“Cleaning out the sink and then drying it really is the best way to prevent hard-water buildup and bacteria growth,” says Grace Reynolds, co-founder of the American House Cleaners Association and co-owner of Handmaid Cleaning. This is especially important for sinks with porous surfaces, like quartz.
Step 2: Scrub the sink basin
- Rubber gloves
- Microfiber cleaning cloth
- Most sinks, including stainless steel: Baking soda, vinegar, hydrogen peroxide or a lemon, and warm water
- Porous (like quartz) or copper sinks: Mild dish soap, vinegar and warm water
With a few exceptions (more on those below), you can clean your sink with baking soda and a few other items you likely have in your pantry. “Sprinkle some baking soda onto a sponge and scrub the sink, removing any crusted-on food and bacteria. If there are some tough stains that remain, try adding drops of hydrogen peroxide or lemon juice to your sponge,” Peterson says. Or mix the baking soda with a gentle dish soap. Reynolds also recommends Bar Keepers Friend, another bleach-free, gently abrasive cleaning product, as an alternative to baking soda.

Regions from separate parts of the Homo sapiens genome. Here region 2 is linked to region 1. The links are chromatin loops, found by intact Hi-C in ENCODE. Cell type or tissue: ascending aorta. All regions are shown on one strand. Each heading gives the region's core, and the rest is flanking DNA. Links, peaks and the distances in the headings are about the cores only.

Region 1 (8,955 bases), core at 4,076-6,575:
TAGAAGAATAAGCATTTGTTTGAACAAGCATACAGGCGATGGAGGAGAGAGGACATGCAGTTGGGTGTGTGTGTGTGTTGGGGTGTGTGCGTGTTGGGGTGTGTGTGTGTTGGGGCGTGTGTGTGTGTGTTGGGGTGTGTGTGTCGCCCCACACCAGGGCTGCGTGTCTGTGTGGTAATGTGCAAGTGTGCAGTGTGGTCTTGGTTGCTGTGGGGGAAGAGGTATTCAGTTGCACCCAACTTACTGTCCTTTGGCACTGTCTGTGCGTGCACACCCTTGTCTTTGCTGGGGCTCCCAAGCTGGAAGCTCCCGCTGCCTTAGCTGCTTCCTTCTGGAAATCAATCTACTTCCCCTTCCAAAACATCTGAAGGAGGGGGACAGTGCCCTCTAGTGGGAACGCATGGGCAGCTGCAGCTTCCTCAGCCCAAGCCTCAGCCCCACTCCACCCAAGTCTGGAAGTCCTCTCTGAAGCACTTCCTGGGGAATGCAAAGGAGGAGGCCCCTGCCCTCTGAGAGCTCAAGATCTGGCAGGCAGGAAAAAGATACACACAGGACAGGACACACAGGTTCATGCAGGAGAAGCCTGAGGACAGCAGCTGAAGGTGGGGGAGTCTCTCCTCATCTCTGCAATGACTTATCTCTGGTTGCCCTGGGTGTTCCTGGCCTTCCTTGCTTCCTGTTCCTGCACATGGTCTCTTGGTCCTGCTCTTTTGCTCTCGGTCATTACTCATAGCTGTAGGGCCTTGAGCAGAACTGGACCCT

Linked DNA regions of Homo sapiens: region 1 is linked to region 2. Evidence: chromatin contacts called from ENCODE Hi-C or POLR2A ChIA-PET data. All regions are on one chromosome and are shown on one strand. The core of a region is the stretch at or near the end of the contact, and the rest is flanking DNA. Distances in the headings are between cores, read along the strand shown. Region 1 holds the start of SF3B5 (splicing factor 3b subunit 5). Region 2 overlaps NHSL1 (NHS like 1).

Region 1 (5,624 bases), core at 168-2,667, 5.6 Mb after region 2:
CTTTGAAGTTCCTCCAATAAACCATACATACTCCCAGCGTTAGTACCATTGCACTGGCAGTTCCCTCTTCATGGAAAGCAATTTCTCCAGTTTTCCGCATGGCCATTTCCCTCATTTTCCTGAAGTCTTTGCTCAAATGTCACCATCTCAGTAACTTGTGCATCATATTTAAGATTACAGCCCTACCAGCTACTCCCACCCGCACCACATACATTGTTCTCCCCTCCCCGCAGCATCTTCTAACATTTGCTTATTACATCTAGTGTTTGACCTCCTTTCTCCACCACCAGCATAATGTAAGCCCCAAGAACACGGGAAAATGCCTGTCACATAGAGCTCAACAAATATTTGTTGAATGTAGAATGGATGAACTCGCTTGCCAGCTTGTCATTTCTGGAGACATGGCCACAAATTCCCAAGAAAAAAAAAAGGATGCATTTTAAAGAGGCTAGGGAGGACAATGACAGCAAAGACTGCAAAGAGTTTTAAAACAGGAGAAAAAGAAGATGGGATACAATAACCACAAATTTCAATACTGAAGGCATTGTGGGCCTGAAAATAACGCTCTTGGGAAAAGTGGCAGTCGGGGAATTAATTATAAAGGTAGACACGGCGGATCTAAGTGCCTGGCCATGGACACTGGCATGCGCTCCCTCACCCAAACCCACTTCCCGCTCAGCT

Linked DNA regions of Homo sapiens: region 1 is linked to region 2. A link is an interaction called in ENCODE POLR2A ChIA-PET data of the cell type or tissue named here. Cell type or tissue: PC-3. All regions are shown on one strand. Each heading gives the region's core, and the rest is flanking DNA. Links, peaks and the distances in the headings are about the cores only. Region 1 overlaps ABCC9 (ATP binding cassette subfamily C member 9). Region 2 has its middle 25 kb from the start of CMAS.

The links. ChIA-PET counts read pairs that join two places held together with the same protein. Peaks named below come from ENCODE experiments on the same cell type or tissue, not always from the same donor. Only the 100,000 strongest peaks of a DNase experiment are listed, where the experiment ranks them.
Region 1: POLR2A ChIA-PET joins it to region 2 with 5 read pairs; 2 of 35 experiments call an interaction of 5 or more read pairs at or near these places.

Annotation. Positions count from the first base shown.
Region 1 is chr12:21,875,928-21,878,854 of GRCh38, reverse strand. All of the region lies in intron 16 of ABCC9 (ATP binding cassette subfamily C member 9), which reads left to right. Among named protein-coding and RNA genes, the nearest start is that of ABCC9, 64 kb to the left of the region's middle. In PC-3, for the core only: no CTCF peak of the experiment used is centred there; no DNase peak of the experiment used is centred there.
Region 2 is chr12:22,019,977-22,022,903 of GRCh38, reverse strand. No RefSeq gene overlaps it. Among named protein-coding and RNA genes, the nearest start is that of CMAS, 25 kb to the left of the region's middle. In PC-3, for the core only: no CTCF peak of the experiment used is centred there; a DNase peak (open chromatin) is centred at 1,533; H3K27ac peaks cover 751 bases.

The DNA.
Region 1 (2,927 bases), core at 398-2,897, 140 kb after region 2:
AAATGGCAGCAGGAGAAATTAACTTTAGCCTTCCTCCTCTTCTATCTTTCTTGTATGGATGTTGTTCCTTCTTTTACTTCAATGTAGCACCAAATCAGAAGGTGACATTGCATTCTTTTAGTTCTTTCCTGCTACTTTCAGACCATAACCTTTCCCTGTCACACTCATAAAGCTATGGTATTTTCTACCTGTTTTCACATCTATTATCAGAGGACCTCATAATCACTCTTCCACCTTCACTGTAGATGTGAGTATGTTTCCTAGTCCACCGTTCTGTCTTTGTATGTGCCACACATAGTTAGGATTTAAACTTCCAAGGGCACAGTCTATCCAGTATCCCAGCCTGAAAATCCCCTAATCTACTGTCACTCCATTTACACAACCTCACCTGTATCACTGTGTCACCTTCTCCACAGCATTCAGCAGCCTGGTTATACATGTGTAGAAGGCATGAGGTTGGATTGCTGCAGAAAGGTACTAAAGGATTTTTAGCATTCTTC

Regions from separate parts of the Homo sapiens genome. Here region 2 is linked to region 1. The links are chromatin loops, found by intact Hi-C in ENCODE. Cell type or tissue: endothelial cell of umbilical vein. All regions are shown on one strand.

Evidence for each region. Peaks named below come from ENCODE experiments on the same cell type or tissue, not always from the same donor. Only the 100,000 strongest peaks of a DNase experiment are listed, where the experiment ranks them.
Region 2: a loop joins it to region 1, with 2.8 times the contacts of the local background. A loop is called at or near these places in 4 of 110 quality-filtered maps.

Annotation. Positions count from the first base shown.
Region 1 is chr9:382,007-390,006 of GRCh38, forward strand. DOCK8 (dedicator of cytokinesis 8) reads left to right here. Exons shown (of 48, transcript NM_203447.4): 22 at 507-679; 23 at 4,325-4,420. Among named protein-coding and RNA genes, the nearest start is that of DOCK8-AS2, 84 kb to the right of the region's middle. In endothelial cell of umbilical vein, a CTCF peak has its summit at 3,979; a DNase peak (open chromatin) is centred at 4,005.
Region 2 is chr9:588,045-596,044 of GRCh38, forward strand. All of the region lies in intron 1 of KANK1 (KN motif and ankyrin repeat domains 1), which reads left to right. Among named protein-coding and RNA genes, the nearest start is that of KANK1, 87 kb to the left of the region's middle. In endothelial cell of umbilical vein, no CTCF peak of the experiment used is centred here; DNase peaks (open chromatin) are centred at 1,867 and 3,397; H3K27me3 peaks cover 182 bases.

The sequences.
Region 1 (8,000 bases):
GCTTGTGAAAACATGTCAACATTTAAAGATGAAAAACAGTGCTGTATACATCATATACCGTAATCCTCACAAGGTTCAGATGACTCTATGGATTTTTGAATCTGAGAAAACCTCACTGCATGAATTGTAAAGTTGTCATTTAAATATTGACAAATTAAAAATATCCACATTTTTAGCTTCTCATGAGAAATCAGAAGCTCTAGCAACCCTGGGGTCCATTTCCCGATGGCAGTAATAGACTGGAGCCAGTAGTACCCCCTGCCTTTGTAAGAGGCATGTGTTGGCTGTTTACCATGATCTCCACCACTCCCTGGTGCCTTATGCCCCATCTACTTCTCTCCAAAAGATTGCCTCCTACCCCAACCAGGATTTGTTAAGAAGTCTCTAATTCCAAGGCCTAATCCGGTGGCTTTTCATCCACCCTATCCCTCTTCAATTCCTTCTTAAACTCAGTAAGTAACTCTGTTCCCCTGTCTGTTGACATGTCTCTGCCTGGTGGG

If there’s an extra-tough stain, dampen the baking soda and pour some vinegar onto the paste. Let it sit for five minutes, then scrub the stubborn stain away. If this isn’t enough, leave the paste on for up to 30 minutes.
“If you’re still struggling to get a tough stain out, cut a lemon in half and place the open side on top of the stain. Let it sit anywhere between a few minutes to a half hour, then use the lemon to scrub the area, and follow up with a damp cloth,” Peterson suggests.
Lemons are also great for porcelain enamel sinks, which can rust over time. Slice a lemon in half, sprinkle some salt on the cut surface and rub it into the rust spot until it works its magic.
If you’re wondering how to clean copper, the top tip is to avoid abrasive baking soda or Bar Keepers Friend. “They will take all the patina off the copper sink, and you’ll have a bright-yellow look,” Reynolds says. It’s best to avoid these on porous sink surfaces, like quartz, too. It can erode them over time and discolors the surface when combined with vinegar or lemon.